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A sense of the incredible and the impossible spins throughout the Artisanal collection, where fantasy is tempered by the jarring authenticity of today’s reality. Our translation of a collective consciousness stretches further than ever before, invoking a timeless array of commonplace ephemera and things strangely familiar.” – Maison Margiela

MATERIALS
From fine muslin to resin-wax cottons or ripstop nylon, the rub of unprecious and delicate textiles is inherent to the collection’s tapestry of innovation and artisanal heritage. Opposing notions of feminine and masculine textiles are questioned and reconfigured with irreverence. Technical nylons meet Scottish wool from the Outer Hebrides, and motorcycle leathers bridge textiles woven from delicate cotton ribbons. Ornament appears as a ‘Toile de Jouy’ fabric, curvilinear ‘tribal’ studded motifs crossing swathes of knotted and padded wools, and celluloid bird appliqués decorating heavy plaid. A ‘cherubim’ lace is constructed from hundreds of minute individual fragments: it represents the technical apex of the Maison’s artisanal savoir-faire.

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TECHNIQUE
The seminal proposal of outerwear styles flip upside-down from an inverted stance of arching volumes to become a traditional coat shape. Garments betray multiple identities; assembled together from familiar archetypes to become layered hybrids with double lapels and undefined endings and beginnings. A windcheater is carved with the convex curve of a Watteau back; a banker’s stripe shirt is spun into a sweeping train. An intricate cartography of eaves and cornices forms a gown in vacuum-formed smoky plastic, another springs to life patched with Nick Knight’s British Birds (2008).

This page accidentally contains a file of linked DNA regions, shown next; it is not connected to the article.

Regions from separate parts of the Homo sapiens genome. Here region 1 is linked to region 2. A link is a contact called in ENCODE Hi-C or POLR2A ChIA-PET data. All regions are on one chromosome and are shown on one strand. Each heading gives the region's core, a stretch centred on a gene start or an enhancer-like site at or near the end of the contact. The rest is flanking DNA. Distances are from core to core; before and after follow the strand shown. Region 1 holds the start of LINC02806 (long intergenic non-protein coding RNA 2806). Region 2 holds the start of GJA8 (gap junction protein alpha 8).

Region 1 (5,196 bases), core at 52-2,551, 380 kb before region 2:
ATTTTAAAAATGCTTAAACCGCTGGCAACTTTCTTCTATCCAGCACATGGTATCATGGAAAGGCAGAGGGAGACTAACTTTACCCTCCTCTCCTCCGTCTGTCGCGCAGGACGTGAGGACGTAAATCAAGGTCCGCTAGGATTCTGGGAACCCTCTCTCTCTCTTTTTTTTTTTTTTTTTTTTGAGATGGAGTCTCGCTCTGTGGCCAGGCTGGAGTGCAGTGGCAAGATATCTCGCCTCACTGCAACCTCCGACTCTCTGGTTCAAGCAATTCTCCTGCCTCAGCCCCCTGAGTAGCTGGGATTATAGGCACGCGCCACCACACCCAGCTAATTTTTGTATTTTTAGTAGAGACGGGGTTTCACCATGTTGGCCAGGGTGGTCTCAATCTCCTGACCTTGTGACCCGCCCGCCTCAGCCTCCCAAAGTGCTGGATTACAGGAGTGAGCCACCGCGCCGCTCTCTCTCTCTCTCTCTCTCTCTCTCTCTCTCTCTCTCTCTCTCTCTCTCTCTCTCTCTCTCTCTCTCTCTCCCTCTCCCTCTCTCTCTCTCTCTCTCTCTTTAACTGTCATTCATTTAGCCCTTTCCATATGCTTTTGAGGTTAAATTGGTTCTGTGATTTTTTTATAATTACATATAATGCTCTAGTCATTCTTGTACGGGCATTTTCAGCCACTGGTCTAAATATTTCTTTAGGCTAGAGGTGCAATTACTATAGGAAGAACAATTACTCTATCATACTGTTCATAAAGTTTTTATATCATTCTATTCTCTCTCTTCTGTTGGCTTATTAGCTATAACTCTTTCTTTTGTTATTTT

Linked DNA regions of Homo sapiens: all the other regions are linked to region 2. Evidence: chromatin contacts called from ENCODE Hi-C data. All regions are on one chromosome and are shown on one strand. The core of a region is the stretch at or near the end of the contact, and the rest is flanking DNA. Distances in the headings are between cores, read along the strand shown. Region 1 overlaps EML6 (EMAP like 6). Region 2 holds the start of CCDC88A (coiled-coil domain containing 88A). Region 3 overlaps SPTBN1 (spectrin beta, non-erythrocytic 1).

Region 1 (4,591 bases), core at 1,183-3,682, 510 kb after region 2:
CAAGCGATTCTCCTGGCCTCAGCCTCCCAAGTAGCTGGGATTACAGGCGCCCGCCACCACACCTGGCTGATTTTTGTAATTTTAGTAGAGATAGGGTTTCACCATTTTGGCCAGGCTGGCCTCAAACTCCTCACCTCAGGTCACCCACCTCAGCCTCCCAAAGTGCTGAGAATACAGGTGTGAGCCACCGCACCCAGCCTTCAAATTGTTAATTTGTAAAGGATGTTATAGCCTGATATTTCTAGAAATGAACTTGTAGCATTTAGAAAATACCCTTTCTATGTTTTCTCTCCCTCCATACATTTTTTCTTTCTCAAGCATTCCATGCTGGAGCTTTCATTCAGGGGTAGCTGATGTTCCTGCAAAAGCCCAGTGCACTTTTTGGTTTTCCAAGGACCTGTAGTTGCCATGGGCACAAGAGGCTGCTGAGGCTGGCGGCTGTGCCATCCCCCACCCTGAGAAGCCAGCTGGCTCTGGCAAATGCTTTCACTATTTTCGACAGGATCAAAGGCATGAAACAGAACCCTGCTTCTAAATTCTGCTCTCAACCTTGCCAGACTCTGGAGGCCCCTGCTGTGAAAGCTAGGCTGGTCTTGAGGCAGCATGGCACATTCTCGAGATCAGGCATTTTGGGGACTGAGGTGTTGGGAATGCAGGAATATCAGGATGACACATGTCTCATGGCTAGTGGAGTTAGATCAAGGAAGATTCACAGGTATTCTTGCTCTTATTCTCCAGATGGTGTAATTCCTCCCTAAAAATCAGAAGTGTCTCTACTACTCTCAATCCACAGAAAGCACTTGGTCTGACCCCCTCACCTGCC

PALETTE
A burst of primary colours elevates the drab of tweed shades, as scarlet, emerald, sky blue, and sunshine yellow shine against charcoal, forest green, mustard, and chocolate brown. Mid-century pastels like ice blue and lemon sorbet fizz amongst the monochromes.

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ACCESSORIES
Intricate hoop earrings and ornate bracelets are hand-carved in Portugal from walnut, pear and boxwoods, and chandelier crystals appear as blood red chokers, embellished goggles, and a primary-coloured contour bra top. The original Maison Margiela deep-cleft ‘Tabi’ boot returns as a thigh-high cuissard with a new moulded rubber sole, alongside trekking-inspired sandals, fantasy hand-painted clogs, and a masculine riding boot.

Guido Palau – Redken Creative Consultant

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Guido is considered to be one of the world’s most conceptual hairstylists. Renowned design houses including Calvin Klein, Prada, and Louis Vuitton go to Guido to create the looks that lead the direction of hair for the upcoming season. Having a strong presence in the industry for over 20 years, Guido has brought his radically expressive style to runway shows, fashion advertising campaigns and editorial work for such noted magazines as American, Italian and French Vogue, W and Allure.